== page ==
Department: Pastoral and Social Studies
Teresa lf Avila’s letters as a source for understanding the tension between the contemplative and the active in her life.
As a foundress of seventeen monasteries for women and also with involvement in the foundations of friars, Teresa of Avila had to forgo much of the solitude and silence she prescribed for others because she needed to travel widely and interact with many people. This poses the question of tension between her desire on the one hand for contemplation and on the other hand her work of service following her discernment of the will of God which drove her to make more foundations where nuns might serve the world through their lives of prayer.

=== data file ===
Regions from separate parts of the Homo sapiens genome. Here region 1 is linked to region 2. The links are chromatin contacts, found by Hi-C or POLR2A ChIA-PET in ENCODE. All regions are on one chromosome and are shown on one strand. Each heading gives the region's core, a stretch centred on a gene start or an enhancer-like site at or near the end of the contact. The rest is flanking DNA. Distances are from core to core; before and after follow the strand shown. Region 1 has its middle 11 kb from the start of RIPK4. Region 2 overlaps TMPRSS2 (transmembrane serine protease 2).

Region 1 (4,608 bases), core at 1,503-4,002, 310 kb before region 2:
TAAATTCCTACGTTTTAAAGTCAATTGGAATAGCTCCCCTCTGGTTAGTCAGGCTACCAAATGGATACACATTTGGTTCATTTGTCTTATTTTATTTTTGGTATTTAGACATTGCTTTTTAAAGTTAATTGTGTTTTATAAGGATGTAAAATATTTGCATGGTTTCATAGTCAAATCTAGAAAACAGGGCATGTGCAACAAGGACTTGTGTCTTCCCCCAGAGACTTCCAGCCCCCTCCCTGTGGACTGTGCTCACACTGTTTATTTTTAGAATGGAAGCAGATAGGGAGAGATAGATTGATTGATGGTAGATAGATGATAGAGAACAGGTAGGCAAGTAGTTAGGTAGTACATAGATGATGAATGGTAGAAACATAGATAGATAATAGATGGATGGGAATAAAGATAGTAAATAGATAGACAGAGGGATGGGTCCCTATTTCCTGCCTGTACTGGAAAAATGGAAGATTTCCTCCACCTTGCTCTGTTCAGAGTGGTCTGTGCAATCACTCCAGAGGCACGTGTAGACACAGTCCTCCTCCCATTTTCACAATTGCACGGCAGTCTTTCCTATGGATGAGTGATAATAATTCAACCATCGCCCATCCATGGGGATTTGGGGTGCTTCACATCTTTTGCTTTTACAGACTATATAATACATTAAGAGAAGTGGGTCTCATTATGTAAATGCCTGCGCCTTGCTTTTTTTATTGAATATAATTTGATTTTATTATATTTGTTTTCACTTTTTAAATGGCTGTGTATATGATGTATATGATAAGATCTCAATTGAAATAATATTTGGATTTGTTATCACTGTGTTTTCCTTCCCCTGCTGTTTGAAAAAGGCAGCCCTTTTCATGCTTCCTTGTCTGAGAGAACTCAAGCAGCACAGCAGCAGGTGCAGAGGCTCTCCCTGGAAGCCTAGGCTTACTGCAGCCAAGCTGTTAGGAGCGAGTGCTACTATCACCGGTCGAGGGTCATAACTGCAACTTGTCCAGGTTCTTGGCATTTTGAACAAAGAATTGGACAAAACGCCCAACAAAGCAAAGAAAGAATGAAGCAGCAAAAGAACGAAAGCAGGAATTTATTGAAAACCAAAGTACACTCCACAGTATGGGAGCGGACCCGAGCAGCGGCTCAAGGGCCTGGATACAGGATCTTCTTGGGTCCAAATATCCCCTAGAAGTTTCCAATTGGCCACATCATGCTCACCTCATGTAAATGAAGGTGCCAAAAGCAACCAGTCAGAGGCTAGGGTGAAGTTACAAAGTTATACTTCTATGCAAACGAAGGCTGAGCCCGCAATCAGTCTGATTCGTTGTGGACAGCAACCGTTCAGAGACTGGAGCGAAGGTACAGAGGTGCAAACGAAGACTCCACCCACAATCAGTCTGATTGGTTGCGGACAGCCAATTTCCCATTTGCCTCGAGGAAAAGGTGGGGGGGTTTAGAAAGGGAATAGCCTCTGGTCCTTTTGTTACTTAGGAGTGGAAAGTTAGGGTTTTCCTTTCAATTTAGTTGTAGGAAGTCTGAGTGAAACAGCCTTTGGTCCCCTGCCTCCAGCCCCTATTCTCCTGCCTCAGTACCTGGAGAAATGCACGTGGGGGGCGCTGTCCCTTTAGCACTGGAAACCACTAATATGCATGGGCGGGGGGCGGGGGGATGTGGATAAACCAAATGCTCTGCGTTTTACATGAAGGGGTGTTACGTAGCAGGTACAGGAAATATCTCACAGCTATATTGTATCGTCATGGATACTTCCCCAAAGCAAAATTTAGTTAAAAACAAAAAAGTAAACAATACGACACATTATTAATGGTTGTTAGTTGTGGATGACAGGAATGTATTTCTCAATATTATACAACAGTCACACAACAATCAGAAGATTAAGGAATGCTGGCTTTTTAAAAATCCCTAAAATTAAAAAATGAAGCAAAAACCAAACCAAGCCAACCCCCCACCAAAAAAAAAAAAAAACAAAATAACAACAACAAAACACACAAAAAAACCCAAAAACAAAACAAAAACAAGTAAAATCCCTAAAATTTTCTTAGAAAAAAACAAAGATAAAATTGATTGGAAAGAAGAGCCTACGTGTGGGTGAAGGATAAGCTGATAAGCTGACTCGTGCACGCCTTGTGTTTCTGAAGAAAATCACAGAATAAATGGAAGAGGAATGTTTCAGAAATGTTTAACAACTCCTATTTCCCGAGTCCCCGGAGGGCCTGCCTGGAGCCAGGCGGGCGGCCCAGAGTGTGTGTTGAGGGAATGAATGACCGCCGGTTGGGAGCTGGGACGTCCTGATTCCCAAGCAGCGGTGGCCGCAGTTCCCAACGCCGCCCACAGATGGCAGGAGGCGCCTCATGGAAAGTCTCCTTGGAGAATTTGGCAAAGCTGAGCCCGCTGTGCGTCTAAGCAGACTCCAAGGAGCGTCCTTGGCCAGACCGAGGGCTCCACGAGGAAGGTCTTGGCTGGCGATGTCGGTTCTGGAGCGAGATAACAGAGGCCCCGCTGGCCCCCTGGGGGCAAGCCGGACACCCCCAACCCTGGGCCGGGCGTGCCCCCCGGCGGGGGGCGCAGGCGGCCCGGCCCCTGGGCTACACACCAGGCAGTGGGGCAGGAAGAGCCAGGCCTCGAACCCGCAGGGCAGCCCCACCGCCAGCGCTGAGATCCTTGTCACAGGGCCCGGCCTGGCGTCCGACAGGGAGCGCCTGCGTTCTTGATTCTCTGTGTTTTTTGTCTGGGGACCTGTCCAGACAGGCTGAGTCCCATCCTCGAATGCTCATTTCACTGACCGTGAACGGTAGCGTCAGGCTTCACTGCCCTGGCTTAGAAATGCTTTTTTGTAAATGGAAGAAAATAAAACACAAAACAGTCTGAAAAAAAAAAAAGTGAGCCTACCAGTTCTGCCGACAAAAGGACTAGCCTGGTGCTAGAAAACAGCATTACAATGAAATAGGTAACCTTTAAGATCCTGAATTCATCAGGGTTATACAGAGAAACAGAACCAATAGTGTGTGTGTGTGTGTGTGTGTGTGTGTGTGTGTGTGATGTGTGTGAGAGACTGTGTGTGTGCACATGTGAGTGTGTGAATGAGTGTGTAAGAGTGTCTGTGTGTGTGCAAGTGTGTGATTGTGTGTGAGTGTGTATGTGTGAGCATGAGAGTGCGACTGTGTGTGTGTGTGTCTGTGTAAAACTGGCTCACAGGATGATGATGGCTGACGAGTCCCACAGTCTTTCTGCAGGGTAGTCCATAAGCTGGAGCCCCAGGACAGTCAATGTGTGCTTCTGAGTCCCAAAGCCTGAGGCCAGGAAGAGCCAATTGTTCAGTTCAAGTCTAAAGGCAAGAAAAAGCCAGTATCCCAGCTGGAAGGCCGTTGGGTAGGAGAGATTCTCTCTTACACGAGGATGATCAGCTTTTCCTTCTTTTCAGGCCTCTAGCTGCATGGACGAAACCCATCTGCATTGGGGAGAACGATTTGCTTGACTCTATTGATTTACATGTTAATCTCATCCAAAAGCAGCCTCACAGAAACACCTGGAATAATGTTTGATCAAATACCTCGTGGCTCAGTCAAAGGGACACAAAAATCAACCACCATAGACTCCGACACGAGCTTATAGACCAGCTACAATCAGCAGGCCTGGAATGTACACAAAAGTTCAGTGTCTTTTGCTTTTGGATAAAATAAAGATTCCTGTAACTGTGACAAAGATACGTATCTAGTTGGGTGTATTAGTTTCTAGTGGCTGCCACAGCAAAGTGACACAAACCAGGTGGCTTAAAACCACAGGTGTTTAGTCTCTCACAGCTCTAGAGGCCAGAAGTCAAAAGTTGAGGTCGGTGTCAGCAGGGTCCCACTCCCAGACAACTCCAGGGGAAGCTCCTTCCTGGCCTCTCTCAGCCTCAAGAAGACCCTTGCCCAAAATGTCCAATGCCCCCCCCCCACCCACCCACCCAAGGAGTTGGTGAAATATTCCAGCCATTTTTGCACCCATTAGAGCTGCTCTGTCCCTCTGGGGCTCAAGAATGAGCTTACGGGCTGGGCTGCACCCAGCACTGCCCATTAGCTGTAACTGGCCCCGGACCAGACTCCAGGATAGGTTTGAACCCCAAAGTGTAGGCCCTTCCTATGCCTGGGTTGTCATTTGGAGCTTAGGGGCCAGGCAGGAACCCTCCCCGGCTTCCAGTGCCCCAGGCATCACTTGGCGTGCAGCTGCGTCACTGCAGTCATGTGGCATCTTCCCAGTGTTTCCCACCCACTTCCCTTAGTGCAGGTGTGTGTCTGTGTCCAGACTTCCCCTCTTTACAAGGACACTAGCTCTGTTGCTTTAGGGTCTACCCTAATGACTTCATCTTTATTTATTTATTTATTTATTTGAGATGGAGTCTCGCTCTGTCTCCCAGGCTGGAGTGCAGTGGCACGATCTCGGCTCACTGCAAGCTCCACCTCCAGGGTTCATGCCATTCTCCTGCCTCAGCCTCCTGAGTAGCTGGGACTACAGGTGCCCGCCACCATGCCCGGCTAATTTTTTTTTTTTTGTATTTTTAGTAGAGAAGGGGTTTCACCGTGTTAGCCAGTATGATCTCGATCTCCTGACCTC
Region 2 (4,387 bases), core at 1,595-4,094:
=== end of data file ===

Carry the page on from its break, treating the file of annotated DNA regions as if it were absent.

The collection of the surviving 468 of her letters written over the last twenty years of her life provide insights into this in a way that her other writings do not. Unlike her other writings the letters are free from censorship and she expresses her feeling unrestrictedly and often passionately. The letters are dated so can be placed beside the events of her life to understand their background fully. This investigation has to be placed alongside her other writings in order to discern what her ideal is and how she intended it to be lived out. The recipients of her letters are varied, providing a diversity of topics and comments. Although there has been much recent research into the background of Teresa’s writing style as a woman in sixteenth century Spain, and re-examinations of her mystical transformation, the assimilation of her administrative management and communication while at the same time experiencing an advanced spirituality (which would seem to need solitude and silence) has yet to be researched. By analysing the letters I hope to draw some conclusions about the possibilities of a reconciliation of these diverse roles and how or if Teresa managed to achieve this.